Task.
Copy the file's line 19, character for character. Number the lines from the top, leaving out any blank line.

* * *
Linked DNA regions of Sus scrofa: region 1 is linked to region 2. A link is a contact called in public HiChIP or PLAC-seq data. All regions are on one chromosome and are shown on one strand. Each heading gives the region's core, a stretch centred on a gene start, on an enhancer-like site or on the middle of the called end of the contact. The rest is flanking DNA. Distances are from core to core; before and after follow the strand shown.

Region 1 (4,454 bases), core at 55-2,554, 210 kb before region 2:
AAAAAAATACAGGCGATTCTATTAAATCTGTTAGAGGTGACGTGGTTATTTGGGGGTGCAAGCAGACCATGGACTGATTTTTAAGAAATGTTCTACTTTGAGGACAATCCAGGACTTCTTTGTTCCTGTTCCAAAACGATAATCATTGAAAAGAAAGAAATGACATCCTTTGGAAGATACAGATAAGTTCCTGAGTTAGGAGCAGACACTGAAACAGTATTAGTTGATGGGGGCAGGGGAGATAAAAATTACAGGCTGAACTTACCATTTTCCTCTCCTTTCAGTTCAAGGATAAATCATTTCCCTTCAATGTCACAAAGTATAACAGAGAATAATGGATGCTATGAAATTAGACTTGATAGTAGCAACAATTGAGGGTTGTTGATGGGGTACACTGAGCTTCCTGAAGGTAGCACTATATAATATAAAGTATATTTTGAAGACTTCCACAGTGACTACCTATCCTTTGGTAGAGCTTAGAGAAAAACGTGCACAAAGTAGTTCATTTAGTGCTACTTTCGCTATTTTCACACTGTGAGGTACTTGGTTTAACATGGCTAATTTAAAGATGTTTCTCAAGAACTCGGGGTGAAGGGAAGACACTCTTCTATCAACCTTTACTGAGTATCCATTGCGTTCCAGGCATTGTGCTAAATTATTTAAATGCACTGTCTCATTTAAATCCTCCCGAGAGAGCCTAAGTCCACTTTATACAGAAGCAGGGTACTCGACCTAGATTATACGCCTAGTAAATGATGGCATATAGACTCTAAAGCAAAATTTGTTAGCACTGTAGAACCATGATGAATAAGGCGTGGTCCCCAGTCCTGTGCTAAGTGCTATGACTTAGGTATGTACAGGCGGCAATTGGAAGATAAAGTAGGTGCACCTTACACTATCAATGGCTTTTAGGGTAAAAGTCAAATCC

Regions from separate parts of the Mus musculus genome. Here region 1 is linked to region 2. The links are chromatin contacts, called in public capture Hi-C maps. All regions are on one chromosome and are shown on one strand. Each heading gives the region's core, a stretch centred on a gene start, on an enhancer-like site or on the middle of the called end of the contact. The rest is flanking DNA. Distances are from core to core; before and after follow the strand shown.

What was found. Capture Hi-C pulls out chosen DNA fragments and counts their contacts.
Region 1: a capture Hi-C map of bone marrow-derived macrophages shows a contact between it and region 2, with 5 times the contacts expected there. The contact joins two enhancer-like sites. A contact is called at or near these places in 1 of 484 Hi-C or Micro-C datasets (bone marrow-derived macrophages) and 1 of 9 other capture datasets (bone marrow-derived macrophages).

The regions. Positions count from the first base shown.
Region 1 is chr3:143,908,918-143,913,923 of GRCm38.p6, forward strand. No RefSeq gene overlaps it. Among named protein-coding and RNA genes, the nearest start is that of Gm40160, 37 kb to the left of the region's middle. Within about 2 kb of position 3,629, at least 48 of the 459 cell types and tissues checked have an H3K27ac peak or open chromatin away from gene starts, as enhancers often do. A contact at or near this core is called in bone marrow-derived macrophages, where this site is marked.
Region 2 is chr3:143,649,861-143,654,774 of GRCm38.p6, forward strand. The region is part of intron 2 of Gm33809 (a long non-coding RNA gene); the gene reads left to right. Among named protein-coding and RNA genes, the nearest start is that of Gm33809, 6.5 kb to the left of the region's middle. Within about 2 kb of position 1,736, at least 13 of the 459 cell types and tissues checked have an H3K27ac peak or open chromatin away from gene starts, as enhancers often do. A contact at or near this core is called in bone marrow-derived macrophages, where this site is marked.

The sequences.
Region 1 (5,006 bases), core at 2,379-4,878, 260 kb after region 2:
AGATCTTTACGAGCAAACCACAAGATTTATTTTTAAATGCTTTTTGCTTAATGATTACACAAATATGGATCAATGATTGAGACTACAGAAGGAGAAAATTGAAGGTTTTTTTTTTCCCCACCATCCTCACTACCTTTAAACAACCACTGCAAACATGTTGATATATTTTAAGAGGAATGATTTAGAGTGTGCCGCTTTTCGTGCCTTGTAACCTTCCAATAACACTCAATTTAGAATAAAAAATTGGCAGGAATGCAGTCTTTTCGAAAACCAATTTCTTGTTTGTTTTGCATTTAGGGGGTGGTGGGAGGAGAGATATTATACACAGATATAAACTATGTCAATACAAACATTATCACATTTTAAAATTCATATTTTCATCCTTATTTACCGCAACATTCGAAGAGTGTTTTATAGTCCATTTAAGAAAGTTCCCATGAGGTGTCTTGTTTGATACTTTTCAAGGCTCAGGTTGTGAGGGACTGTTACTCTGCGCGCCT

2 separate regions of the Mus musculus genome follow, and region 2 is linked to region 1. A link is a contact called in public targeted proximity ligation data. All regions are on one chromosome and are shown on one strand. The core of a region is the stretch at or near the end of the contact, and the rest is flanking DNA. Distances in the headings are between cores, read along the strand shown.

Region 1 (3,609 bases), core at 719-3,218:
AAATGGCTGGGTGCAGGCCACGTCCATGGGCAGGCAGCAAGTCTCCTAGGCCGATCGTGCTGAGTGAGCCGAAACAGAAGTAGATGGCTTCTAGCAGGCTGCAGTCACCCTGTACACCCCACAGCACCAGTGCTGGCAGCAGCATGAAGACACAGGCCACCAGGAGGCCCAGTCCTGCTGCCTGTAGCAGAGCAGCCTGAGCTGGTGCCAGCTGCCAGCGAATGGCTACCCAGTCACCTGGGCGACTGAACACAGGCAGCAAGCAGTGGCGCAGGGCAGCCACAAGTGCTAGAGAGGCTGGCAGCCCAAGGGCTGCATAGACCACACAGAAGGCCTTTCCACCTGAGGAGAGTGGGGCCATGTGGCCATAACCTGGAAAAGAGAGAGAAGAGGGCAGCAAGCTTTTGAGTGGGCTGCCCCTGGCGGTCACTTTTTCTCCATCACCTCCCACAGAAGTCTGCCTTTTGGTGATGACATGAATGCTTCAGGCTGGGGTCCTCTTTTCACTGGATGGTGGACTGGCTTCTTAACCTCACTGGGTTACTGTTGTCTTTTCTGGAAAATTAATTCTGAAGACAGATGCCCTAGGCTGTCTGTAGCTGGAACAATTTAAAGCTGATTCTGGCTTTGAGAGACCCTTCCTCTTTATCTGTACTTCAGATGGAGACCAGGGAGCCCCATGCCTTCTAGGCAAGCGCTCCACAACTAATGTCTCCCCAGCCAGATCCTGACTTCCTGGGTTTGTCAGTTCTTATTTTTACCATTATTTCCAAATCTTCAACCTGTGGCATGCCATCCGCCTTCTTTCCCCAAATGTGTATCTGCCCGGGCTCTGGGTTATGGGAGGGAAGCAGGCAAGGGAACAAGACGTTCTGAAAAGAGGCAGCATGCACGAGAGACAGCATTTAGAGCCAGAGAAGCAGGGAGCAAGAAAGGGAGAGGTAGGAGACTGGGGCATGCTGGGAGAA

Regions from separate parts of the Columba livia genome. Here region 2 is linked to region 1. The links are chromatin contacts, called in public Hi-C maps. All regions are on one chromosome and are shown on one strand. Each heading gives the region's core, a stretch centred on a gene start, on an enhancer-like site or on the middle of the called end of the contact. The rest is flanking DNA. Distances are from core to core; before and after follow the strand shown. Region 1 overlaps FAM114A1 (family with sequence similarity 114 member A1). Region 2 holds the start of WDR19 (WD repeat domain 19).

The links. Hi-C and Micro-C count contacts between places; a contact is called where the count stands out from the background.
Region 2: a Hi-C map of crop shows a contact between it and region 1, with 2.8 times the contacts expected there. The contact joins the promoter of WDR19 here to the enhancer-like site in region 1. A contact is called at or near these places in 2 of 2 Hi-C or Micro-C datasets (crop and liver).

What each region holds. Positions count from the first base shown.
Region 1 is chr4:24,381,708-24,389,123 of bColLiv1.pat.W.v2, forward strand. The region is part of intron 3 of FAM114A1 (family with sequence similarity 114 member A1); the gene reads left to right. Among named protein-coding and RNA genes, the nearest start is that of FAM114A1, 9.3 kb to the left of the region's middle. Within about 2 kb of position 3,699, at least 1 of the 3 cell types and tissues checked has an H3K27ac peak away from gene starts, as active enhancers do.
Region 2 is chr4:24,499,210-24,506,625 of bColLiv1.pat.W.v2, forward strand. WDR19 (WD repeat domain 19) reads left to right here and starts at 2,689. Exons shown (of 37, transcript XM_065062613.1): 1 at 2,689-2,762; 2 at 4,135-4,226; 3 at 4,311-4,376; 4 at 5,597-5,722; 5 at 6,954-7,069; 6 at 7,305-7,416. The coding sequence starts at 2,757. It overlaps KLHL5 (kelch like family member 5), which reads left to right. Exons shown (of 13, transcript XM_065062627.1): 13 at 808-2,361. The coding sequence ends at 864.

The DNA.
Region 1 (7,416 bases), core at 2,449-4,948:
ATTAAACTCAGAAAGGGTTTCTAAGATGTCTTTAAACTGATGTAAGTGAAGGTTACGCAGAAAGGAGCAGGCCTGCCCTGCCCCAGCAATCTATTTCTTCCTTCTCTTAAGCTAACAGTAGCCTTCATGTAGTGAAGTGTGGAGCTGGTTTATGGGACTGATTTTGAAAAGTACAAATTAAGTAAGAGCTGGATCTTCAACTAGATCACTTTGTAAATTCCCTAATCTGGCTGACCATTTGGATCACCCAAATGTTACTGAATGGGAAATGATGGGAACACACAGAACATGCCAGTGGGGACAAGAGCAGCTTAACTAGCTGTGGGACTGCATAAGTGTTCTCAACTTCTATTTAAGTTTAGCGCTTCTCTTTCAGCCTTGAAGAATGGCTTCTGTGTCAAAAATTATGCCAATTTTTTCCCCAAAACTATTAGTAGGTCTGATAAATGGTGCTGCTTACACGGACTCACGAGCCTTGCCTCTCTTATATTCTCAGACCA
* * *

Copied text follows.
What each region holds. Positions count from the first base shown.